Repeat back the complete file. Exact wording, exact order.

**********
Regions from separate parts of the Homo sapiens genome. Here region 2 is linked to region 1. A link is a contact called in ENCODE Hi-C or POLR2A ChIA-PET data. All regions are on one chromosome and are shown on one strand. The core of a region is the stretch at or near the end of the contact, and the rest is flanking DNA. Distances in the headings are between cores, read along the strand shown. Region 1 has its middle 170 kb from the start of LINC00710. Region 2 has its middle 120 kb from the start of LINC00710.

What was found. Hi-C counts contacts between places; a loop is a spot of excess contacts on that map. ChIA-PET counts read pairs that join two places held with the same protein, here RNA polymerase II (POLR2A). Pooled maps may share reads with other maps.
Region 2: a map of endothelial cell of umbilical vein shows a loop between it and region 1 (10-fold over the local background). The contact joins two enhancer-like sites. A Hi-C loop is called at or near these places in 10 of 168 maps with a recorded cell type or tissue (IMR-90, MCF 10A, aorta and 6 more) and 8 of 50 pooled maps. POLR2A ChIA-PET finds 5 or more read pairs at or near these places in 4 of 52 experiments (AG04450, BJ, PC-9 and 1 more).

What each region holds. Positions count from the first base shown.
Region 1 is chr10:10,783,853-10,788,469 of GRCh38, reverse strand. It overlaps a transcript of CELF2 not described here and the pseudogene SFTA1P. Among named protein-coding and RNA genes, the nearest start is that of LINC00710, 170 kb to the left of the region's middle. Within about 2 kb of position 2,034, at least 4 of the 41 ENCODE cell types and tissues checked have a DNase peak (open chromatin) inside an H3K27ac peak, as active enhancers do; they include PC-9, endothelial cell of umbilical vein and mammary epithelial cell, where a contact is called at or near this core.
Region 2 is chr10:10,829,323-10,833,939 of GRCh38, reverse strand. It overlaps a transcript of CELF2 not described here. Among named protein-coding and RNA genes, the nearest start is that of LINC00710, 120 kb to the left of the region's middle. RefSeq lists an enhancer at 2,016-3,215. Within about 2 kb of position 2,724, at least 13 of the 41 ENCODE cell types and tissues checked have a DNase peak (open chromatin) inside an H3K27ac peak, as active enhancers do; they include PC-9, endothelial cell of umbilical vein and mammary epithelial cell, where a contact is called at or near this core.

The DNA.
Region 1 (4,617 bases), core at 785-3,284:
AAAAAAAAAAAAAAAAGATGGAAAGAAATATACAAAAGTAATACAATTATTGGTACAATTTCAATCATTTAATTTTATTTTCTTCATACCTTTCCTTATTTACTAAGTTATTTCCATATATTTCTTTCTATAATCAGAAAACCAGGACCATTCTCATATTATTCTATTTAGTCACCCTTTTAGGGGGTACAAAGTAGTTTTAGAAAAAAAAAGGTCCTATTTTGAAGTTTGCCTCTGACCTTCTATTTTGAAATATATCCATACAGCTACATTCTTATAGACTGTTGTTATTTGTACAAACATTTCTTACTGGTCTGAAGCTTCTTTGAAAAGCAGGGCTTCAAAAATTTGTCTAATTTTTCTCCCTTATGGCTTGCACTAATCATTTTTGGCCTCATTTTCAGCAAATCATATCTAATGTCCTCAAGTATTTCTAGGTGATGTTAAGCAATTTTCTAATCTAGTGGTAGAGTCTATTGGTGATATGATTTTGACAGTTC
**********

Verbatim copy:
Regions from separate parts of the Homo sapiens genome. Here region 2 is linked to region 1. A link is a contact called in ENCODE Hi-C or POLR2A ChIA-PET data. All regions are on one chromosome and are shown on one strand. The core of a region is the stretch at or near the end of the contact, and the rest is flanking DNA. Distances in the headings are between cores, read along the strand shown. Region 1 has its middle 170 kb from the start of LINC00710. Region 2 has its middle 120 kb from the start of LINC00710.

What was found. Hi-C counts contacts between places; a loop is a spot of excess contacts on that map. ChIA-PET counts read pairs that join two places held with the same protein, here RNA polymerase II (POLR2A). Pooled maps may share reads with other maps.
Region 2: a map of endothelial cell of umbilical vein shows a loop between it and region 1 (10-fold over the local background). The contact joins two enhancer-like sites. A Hi-C loop is called at or near these places in 10 of 168 maps with a recorded cell type or tissue (IMR-90, MCF 10A, aorta and 6 more) and 8 of 50 pooled maps. POLR2A ChIA-PET finds 5 or more read pairs at or near these places in 4 of 52 experiments (AG04450, BJ, PC-9 and 1 more).

What each region holds. Positions count from the first base shown.
Region 1 is chr10:10,783,853-10,788,469 of GRCh38, reverse strand. It overlaps a transcript of CELF2 not described here and the pseudogene SFTA1P. Among named protein-coding and RNA genes, the nearest start is that of LINC00710, 170 kb to the left of the region's middle. Within about 2 kb of position 2,034, at least 4 of the 41 ENCODE cell types and tissues checked have a DNase peak (open chromatin) inside an H3K27ac peak, as active enhancers do; they include PC-9, endothelial cell of umbilical vein and mammary epithelial cell, where a contact is called at or near this core.
Region 2 is chr10:10,829,323-10,833,939 of GRCh38, reverse strand. It overlaps a transcript of CELF2 not described here. Among named protein-coding and RNA genes, the nearest start is that of LINC00710, 120 kb to the left of the region's middle. RefSeq lists an enhancer at 2,016-3,215. Within about 2 kb of position 2,724, at least 13 of the 41 ENCODE cell types and tissues checked have a DNase peak (open chromatin) inside an H3K27ac peak, as active enhancers do; they include PC-9, endothelial cell of umbilical vein and mammary epithelial cell, where a contact is called at or near this core.

The DNA.
Region 1 (4,617 bases), core at 785-3,284:
AAAAAAAAAAAAAAAAGATGGAAAGAAATATACAAAAGTAATACAATTATTGGTACAATTTCAATCATTTAATTTTATTTTCTTCATACCTTTCCTTATTTACTAAGTTATTTCCATATATTTCTTTCTATAATCAGAAAACCAGGACCATTCTCATATTATTCTATTTAGTCACCCTTTTAGGGGGTACAAAGTAGTTTTAGAAAAAAAAAGGTCCTATTTTGAAGTTTGCCTCTGACCTTCTATTTTGAAATATATCCATACAGCTACATTCTTATAGACTGTTGTTATTTGTACAAACATTTCTTACTGGTCTGAAGCTTCTTTGAAAAGCAGGGCTTCAAAAATTTGTCTAATTTTTCTCCCTTATGGCTTGCACTAATCATTTTTGGCCTCATTTTCAGCAAATCATATCTAATGTCCTCAAGTATTTCTAGGTGATGTTAAGCAATTTTCTAATCTAGTGGTAGAGTCTATTGGTGATATGATTTTGACAGTTC